• Inpatient real-time interstitial monitoring helped guide management, which in this context included the prescription of high dietary carbohydrate intake (patient led) and intravenous 10% dextrose (nurse led).
  • Use of inpatient interstitial glucose monitoring to guide therapy might be considered ‘off label’ use, thus, both staff and also patients should be aware of the limitations, as well as the benefits, of interstitial monitoring systems.
  • The Libre flash glucose monitor provided nurses with low cost, easy-to-use interstitial glucose results, but it is nevertheless advisable to check these results against conventional glucose tests, for example, capillary ‘finger-stick’ or venous glucose tests.
Open access

Takashi Matsuo and Yoshihiko Ushiroda

Summary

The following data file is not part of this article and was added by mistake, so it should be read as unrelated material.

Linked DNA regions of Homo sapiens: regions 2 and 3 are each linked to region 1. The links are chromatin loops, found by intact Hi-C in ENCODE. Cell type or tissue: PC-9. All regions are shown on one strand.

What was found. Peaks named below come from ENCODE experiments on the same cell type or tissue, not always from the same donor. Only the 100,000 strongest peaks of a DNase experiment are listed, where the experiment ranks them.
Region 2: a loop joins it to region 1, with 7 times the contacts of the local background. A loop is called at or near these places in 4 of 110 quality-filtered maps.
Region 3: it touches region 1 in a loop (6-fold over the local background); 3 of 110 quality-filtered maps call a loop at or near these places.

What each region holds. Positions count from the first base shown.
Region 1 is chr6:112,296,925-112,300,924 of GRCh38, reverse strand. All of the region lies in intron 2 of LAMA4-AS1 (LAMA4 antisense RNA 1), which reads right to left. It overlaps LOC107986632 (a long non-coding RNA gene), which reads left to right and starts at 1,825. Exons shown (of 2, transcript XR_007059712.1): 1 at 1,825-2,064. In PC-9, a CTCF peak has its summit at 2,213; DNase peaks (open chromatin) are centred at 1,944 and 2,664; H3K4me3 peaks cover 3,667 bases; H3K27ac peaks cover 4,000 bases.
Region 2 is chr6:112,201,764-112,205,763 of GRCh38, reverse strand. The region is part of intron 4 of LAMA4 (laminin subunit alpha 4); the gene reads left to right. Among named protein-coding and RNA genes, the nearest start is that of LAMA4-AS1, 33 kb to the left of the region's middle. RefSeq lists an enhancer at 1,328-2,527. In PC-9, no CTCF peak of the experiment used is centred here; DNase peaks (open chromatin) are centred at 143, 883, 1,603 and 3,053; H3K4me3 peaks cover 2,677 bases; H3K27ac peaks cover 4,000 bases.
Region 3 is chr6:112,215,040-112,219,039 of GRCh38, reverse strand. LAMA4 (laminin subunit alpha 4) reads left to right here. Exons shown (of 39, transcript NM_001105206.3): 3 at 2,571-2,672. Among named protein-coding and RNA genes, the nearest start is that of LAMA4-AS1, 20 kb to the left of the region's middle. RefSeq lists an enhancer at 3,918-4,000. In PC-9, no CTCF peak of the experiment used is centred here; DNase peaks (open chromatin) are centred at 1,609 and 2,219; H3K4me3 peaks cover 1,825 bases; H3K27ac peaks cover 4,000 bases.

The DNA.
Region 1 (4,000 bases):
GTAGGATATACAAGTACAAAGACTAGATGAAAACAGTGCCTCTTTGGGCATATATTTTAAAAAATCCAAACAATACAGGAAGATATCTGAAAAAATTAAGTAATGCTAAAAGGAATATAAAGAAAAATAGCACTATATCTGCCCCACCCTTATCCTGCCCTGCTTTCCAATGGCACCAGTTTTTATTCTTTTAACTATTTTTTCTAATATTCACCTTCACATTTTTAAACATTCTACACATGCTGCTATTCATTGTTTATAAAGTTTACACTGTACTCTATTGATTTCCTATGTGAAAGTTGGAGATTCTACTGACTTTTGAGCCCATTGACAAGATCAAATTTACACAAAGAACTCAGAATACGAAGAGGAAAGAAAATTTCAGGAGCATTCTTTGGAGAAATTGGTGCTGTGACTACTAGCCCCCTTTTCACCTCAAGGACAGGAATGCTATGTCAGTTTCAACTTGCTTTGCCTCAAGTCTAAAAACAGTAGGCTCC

A 32-year-old woman presented with 3days of epigastric pain and was admitted to our hospital (day 3 of disease). We diagnosed acute pancreatitis based on epigastric abdominal pain, hyperamylasemia, and an inflammatory reaction of withdrawn blood, pancreatic enlargement, and so on. Her condition improved with treatment; however, on day 8, she had decreased level of consciousness. Laboratory results led to a diagnosis of fulminant type 1 diabetes mellitus (FT1DM) with concomitant diabetic ketoacidosis. Insulin therapy improved her blood glucose levels as well as her symptoms. Fatty liver with liver dysfunction was observed on day 14, which improved by day 24. Blood levels of free fatty acids (FFAs) increased rapidly from 440μEq/L (normal range: 140–850μEq/L) on day 4 to 2097μEq/L on days 7–8 (onset of FT1DM) and subsequently decreased to 246μEq/L at the onset of fatty liver. The rapid decrease in insulin at the onset of FT1DM likely freed fatty acids derived from triglycerides in peripheral adipocytes into the bloodstream. Insulin therapy rapidly transferred FFAs from the periphery to the liver. In addition, insulin promotes the de novo synthesis of triglycerides in the liver, using newly acquired FFAs as substrates. At the same time, inhibitory effects of insulin on VLDL secretion outside of the liver promote the accumulation of triglycerides in the liver, leading to fatty liver. We describe the process by which liver dysfunction and severe fatty liver occurs after the onset of FT1DM, from the perspective of disturbed fatty acid metabolism.